I ended up sending the laptop to a third-party Apple-authorized repair center which replaced the logic board as well as a free battery GPU and keyboard replacement, I'm not sure why but I'm not complaining.
When I got my laptop back a month later, I was determined to investigate further what caused this issue in the first place, so that I may be able to help anyone who faces it in the future. It was a very obscure error message that didn't come up in any of Apple's internal documentation, however is a very nasty one to get.
I managed to narrow it down to a problem in the T2 Security Chip, which was implemented in the 2018 later MacBooks. Luckily, Apple has a nifty piece of software called Configurator 2 that can just wipe out the T2 issues completely.
In very rare circumstances, such as a power failure during a macOS upgrade, a Mac may become unresponsive and so the firmware on the Apple T2 Security Chip must be revived. A revive updates that firmware. A revive is designed to not make any changes to the startup volume, the user’s data volume, or any other volumes.
Sounds perfect, doesn't it?
To perform this process, you must have:
- The latest version of Apple Configurator 2 installed on a second Mac device with internet access
- A supported USB-C to USB-C charge cable
- A supported USB-A to USB-C cable
The USB-C cable must support both power and data. Thunderbolt 3 cables aren’t supported.
The Pseudo Process
The revive or restore process involves the following steps:
- Launching Apple Configurator 2 on the second Mac and connecting the Mac computers
- Restarting the Mac using a special key sequence
- Using Apple Configurator 2 to revive the firmware or restore the firmware and erase all volumes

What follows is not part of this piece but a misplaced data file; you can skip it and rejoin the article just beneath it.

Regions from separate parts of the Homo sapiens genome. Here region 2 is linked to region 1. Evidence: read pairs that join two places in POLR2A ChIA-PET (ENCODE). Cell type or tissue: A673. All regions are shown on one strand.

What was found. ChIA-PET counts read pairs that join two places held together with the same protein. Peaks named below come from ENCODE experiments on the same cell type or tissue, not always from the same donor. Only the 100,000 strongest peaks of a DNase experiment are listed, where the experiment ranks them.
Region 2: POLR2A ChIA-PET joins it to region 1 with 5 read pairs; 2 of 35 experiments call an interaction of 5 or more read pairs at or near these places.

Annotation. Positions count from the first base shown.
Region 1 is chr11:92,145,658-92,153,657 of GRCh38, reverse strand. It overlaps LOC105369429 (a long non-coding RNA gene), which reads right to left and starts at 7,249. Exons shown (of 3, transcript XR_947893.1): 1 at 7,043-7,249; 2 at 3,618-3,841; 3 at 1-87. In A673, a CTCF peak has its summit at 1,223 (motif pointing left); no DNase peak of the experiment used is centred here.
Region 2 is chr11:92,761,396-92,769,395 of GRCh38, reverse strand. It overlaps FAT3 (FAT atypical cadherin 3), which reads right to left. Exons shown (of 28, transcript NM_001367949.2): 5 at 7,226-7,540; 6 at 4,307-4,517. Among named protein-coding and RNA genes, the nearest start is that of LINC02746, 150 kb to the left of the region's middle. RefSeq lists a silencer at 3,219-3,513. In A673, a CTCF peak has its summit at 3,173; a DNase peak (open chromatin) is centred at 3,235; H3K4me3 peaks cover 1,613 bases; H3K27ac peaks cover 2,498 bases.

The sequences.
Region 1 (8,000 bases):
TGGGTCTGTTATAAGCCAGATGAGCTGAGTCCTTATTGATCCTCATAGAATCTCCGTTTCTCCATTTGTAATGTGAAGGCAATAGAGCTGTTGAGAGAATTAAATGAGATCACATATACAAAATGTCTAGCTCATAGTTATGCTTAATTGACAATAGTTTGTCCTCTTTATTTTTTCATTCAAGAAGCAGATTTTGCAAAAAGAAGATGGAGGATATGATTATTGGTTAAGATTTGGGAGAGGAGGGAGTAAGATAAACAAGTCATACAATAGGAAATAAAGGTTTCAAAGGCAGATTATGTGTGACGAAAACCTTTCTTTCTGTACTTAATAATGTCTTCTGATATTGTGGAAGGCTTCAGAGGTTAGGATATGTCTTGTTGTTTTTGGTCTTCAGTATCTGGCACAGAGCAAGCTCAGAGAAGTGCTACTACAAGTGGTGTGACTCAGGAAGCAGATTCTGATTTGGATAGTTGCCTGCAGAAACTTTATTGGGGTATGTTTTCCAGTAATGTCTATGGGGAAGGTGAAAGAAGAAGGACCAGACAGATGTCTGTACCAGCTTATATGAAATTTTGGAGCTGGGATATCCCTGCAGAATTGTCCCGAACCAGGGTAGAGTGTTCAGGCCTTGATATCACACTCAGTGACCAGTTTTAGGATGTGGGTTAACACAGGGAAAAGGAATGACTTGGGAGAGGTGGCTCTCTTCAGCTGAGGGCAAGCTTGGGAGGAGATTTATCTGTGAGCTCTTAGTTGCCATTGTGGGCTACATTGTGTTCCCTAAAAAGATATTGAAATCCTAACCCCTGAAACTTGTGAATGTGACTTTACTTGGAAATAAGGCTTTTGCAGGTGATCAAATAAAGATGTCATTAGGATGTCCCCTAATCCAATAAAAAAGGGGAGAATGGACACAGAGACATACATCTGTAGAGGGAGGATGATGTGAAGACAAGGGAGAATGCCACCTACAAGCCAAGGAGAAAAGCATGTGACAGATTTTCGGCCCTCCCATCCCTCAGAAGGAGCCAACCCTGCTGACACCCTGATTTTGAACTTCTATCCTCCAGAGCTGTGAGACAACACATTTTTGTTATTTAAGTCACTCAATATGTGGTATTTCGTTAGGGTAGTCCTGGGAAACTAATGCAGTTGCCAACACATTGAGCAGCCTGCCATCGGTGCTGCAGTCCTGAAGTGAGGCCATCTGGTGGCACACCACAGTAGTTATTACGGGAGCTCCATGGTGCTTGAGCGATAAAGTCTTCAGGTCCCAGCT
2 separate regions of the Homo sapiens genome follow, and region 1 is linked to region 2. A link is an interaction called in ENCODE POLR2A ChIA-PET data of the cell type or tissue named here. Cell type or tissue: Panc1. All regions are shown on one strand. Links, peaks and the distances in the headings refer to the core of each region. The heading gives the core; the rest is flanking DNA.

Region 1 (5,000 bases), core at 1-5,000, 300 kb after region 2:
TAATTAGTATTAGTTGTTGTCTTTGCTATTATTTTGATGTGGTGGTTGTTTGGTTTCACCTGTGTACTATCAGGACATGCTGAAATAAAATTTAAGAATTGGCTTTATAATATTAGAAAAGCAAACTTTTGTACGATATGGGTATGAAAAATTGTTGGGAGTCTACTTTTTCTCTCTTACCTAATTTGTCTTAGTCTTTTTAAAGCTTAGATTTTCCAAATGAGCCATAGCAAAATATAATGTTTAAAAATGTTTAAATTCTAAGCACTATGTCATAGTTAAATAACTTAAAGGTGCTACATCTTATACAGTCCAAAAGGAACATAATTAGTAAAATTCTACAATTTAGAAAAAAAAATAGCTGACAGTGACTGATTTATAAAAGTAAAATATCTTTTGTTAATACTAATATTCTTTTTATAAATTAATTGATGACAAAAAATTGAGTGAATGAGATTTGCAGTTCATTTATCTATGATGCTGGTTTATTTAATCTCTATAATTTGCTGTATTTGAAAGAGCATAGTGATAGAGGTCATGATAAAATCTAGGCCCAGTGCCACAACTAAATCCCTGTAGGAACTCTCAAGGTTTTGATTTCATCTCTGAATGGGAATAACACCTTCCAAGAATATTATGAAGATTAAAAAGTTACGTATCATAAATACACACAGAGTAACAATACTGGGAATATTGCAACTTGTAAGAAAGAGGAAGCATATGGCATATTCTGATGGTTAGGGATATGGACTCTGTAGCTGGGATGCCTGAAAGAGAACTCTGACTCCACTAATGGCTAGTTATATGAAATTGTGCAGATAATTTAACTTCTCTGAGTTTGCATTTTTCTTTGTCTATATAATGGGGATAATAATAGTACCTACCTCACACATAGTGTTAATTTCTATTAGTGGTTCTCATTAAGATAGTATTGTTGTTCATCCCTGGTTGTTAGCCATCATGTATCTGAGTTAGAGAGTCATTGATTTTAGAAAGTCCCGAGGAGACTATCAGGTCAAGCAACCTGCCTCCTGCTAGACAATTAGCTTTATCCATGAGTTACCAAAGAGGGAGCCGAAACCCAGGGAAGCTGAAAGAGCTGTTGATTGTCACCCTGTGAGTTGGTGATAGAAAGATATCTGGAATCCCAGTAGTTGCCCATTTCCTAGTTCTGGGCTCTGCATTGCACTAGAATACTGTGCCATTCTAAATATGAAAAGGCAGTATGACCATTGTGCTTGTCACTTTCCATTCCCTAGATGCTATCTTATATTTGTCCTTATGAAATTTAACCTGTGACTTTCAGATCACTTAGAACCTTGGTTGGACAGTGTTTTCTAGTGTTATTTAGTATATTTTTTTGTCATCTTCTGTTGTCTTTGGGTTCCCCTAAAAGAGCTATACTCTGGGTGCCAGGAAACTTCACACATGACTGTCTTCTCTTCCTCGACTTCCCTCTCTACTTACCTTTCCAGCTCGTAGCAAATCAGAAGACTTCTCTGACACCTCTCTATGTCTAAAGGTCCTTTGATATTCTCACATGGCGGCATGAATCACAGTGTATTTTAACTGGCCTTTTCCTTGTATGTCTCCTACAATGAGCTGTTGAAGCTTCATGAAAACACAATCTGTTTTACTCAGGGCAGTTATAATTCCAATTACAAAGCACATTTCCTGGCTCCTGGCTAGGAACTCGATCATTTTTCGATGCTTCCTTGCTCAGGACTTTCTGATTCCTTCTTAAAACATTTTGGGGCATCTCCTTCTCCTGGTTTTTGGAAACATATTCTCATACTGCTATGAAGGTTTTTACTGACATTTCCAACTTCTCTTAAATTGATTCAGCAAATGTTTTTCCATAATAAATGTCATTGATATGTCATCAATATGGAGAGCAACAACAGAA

Step 1: Set up the working Mac with Apple Configurator 2 and connect the USB-C cable
- Verify that:
- You have the latest version of Apple Configurator 2 installed
- The Mac with Apple Configurator 2 is plugged into a power source
- It is connected to the internet
- Plug in (along with any adapters needed) the USB-C cable.
- Launch Apple Configurator 2.
Step 2: Prepare the Broken Mac
- Press the Sleep/Wake button for about 5 seconds to shut down the Apple notebook computer.
- Plug the USB-C cable into the front Thunderbolt port on the left side of the Apple notebook computer.
- While holding down the power button, at the same time press all three of the following keys for about 3 seconds: ◦ The right Shift key ◦ The left Option key ◦ The left Control key Note: You won’t see any screen activity from the computer.
Step 3: Revive the firmware
- In the Apple Configurator 2 device window, select the Mac whose chip firmware you want to revive.
- Do one of the following:
- Choose Actions > Advanced > Revive Device, then click Revive.
- Control-click the selected device, then choose Advanced > Revive Device, then click Revive.
- Wait for the process to complete. During this process, an Apple logo will appear and disappear.
- After the process completes, your Mac will reboot.
- If necessary, use macOS Recovery to reinstall macOS. (See the Apple Support article How to reinstall macOS from macOS Recovery.)
- Quit Apple Configurator 2, then unplug any adapters and cables.
Optionally, you can choose to restore the device to default and erase everything:
If you receive the errors 69832, 69630, or 69624, or cannot format the disk as APFS, use Configurator 2 to restore the T2 chip and sort it out!
After this, you're free to reset your MacBook and get on with your day. I may even consider using Configurator 2 in the erase process when it comes to selling my laptop, just as an added layer of security.